Layer 4, the inner transmission enhancing layer 26, presents the most difficulty because low relative permittivity is available only in a limited number of materials that have the properties required for: curved surface processing at the necessary 250° F. to 350° F., for dimensional consistency, and for millimeter wave transparency. In particular, room temperature formability to compound curvature surfaces, sufficient service temperature for the curing process, millimeter wave frequency transparency, and low cost are important criteria. Four different materials are proposed herein for layer 4, 28: honeycomb, rigid polymeric foam, E-Glass or quartz fiber mat, and aerogel. All should have a relative permittivity near 1.2 to function properly in this design.
With regard to honeycomb the properties of HRP glass fabric reinforced honeycomb styles that are available from the manufacturer HEXCEL are shown in Table 2. The cell type—hexagonal, OX-Core, and Flex-Core—affect the flexibility of the honeycomb. Near the 8 PCF density value required for layer 4, 28 these honeycomb materials have flexibility in 0, 1 and 2 planes. Sufficiently small cell size is crucial in order to avoid spurious resonances and excess attenuation when a half-wavelength becomes less than the cell size. By this criterion, 3/16″ hexagonal and F50 Flex-Core appear adequate for 30 GHz, but not 45 GHz; the minimum ¼″ cell size for the OX-Core appears marginal even for 30 GHz. The available densities provide acceptable approximations of the nominal design permittivity value required for the second inside matching layer.
HRP Honeycomb Selected Properties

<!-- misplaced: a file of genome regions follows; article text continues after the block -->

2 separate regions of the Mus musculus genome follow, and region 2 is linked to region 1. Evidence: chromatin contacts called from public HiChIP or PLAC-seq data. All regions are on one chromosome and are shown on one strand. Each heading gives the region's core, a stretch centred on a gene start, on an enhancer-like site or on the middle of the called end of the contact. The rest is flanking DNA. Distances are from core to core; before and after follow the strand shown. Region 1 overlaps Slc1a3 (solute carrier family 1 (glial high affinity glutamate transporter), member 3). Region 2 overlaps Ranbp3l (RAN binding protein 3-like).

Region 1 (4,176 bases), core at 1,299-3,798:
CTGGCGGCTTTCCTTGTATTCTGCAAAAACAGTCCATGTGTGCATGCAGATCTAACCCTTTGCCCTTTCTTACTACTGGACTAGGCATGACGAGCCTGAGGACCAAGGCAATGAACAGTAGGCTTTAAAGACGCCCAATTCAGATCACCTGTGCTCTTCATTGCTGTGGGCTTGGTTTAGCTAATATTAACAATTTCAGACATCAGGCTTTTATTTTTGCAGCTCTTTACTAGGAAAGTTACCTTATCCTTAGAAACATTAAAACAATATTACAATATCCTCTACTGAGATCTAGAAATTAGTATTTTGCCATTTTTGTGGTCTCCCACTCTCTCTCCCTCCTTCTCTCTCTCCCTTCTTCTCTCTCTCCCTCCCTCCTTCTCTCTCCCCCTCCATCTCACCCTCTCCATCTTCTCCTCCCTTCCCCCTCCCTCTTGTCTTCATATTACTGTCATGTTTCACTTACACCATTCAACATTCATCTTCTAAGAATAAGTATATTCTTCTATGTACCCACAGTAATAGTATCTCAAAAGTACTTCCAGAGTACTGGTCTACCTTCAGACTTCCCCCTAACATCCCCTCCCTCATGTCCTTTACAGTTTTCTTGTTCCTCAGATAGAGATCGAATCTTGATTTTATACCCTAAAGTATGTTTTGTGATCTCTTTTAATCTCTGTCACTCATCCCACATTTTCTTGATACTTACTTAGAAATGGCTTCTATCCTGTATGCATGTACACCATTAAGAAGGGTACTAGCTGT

Approximate 0.2″ Cell Size
Density Most Nearly Approximating 1.15 Relative Permittivity
(1) For an 8 PCF density, standard hexagonal cell honeycomb is quite rigid - similar to a wooden board. The 3/16″ cell size is adequate for frequencies up to about 35 GHz, but not up to 45 GHz.
(2) OX-Core is flexible in one dimension, but the minimum available ¼″ cell size may be marginal even for 31 GHz.
(3) The minimum cell size for Flex-Core (50 per foot) may be adequate for 31 GHz, but the maximum 5.5 PCF density available for this style cell limits the permittivity to 1.10.
With regards to the use of a polymeric foam for layer 4, 28 a number of products are available among them being Rohacell and Divinycell. Both products are manufactured as sheet stock that is rigid at room temperature. Heating with pressure and a forming tool is required to generate a curved shape as would be required for the layer 4, inner transmission and enhancing layer 28, material. Rohacell has a high service temperature that allows it to be cured with the highest performance 350° F. laminate. Divinycell versions have a lower service temperature. Both foams are available in densities from 3 to 12 PCF, with a version near 8 PCF. Although the structural and the microwave to millimeter wave performance of these materials is acceptable for layer 4, 28, there is a higher processing cost.